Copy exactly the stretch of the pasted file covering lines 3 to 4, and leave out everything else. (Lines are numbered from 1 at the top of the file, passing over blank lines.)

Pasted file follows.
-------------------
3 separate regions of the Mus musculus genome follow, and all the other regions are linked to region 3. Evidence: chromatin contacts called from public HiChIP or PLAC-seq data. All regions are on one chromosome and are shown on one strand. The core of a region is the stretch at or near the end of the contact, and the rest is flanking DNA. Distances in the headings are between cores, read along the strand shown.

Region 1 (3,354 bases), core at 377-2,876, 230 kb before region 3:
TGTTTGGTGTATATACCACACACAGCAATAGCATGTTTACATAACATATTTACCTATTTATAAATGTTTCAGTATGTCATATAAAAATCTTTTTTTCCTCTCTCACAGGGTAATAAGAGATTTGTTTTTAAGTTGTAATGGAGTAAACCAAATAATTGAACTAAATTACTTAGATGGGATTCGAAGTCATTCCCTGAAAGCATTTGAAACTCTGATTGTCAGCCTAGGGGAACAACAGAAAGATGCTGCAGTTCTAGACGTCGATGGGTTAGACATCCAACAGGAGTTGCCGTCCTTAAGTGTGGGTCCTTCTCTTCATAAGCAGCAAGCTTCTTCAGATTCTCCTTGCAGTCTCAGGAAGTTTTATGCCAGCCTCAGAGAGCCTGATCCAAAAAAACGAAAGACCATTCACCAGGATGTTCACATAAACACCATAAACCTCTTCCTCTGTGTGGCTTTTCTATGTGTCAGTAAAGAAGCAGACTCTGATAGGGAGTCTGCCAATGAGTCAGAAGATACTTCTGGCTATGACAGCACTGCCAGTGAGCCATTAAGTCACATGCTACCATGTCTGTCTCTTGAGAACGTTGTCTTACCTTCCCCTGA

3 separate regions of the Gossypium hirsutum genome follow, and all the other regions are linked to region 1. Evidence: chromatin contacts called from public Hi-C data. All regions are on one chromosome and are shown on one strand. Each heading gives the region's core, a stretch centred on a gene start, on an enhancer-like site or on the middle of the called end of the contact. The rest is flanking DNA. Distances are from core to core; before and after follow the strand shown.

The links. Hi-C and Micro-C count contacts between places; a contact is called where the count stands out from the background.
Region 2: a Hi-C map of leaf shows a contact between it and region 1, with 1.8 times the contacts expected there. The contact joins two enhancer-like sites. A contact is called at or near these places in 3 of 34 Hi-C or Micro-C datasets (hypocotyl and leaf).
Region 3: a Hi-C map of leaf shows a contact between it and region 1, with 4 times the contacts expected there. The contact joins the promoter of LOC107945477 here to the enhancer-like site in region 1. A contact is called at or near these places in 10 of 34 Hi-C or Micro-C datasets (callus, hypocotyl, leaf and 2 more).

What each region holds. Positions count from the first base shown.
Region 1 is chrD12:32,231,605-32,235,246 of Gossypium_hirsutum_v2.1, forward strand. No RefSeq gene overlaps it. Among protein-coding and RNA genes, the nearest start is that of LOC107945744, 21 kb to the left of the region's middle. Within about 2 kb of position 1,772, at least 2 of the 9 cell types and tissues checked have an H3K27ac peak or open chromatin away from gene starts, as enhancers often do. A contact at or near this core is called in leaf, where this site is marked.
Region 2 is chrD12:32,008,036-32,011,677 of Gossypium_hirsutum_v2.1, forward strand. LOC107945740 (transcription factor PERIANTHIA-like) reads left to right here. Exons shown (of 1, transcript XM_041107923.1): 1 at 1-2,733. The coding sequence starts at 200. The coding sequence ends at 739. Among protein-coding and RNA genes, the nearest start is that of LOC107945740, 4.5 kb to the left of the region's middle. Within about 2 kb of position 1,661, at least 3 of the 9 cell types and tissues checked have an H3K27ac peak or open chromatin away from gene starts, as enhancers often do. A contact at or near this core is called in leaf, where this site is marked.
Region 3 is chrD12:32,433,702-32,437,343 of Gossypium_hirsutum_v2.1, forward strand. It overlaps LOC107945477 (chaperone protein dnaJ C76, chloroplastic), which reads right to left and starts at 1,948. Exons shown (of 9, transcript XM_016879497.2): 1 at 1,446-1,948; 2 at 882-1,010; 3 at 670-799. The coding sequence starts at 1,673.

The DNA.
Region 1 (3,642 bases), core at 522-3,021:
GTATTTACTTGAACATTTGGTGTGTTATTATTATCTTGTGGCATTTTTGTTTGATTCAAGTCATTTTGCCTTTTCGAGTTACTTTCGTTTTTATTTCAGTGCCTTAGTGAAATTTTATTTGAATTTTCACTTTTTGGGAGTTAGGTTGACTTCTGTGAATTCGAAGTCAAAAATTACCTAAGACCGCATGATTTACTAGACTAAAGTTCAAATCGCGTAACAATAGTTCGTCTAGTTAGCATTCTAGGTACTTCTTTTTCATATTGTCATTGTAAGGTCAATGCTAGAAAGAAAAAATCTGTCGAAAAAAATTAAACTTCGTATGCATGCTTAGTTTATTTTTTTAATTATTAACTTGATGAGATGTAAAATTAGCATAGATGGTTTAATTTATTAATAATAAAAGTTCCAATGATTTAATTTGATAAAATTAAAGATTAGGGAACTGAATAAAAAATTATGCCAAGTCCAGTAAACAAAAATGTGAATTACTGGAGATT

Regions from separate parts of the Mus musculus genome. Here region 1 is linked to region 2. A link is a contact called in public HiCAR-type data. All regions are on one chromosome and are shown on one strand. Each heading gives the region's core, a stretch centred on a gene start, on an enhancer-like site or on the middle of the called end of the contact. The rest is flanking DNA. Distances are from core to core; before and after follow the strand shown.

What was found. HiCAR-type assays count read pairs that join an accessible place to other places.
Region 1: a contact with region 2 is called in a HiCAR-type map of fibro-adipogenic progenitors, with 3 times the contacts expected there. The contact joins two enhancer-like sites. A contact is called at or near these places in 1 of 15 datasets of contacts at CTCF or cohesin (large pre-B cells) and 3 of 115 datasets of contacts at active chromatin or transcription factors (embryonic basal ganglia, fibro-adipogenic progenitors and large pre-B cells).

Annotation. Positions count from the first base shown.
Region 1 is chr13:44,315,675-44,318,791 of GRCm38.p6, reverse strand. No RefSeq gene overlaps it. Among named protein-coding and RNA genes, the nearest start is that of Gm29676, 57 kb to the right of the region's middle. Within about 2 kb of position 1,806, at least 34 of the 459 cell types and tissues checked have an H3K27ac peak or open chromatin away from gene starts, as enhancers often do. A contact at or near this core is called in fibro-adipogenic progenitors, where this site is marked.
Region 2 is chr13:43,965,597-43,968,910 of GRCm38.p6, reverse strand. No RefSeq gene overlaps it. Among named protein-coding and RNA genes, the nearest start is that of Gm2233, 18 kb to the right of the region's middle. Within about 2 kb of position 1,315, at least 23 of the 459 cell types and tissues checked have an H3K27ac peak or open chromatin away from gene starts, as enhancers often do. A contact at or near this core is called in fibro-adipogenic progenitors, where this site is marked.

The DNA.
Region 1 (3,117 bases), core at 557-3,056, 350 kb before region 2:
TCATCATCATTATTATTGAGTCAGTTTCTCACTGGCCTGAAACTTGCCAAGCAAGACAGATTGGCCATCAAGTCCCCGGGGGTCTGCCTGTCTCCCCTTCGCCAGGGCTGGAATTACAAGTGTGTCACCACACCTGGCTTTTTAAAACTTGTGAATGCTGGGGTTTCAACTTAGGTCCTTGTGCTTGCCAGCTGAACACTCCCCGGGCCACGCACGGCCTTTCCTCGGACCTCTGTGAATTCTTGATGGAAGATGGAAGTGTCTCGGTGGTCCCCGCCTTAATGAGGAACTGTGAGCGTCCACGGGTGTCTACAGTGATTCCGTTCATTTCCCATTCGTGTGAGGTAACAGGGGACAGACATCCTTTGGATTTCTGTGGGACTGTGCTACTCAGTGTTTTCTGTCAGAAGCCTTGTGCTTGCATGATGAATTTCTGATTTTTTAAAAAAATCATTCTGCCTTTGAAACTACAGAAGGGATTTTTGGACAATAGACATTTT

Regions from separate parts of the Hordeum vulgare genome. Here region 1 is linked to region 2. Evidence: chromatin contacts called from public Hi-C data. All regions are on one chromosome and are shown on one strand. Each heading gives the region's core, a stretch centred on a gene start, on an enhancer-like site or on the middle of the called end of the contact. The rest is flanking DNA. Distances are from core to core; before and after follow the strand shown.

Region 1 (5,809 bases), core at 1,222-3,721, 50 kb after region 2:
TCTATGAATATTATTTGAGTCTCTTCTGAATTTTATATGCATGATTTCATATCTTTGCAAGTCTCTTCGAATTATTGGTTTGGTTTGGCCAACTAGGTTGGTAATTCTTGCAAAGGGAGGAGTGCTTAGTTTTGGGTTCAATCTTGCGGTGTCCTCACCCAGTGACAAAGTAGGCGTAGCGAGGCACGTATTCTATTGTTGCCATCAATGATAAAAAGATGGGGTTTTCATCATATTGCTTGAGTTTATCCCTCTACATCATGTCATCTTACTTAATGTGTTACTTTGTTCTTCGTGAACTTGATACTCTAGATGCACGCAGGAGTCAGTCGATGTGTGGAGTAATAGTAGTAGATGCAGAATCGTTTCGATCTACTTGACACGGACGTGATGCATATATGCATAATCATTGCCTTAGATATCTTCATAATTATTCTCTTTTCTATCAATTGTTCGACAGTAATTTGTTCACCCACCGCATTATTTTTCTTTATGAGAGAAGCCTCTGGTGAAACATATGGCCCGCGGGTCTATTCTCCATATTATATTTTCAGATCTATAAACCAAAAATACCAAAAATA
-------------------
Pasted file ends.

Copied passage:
TGTTTGGTGTATATACCACACACAGCAATAGCATGTTTACATAACATATTTACCTATTTATAAATGTTTCAGTATGTCATATAAAAATCTTTTTTTCCTCTCTCACAGGGTAATAAGAGATTTGTTTTTAAGTTGTAATGGAGTAAACCAAATAATTGAACTAAATTACTTAGATGGGATTCGAAGTCATTCCCTGAAAGCATTTGAAACTCTGATTGTCAGCCTAGGGGAACAACAGAAAGATGCTGCAGTTCTAGACGTCGATGGGTTAGACATCCAACAGGAGTTGCCGTCCTTAAGTGTGGGTCCTTCTCTTCATAAGCAGCAAGCTTCTTCAGATTCTCCTTGCAGTCTCAGGAAGTTTTATGCCAGCCTCAGAGAGCCTGATCCAAAAAAACGAAAGACCATTCACCAGGATGTTCACATAAACACCATAAACCTCTTCCTCTGTGTGGCTTTTCTATGTGTCAGTAAAGAAGCAGACTCTGATAGGGAGTCTGCCAATGAGTCAGAAGATACTTCTGGCTATGACAGCACTGCCAGTGAGCCATTAAGTCACATGCTACCATGTCTGTCTCTTGAGAACGTTGTCTTACCTTCCCCTGA

3 separate regions of the Gossypium hirsutum genome follow, and all the other regions are linked to region 1. Evidence: chromatin contacts called from public Hi-C data. All regions are on one chromosome and are shown on one strand. Each heading gives the region's core, a stretch centred on a gene start, on an enhancer-like site or on the middle of the called end of the contact. The rest is flanking DNA. Distances are from core to core; before and after follow the strand shown.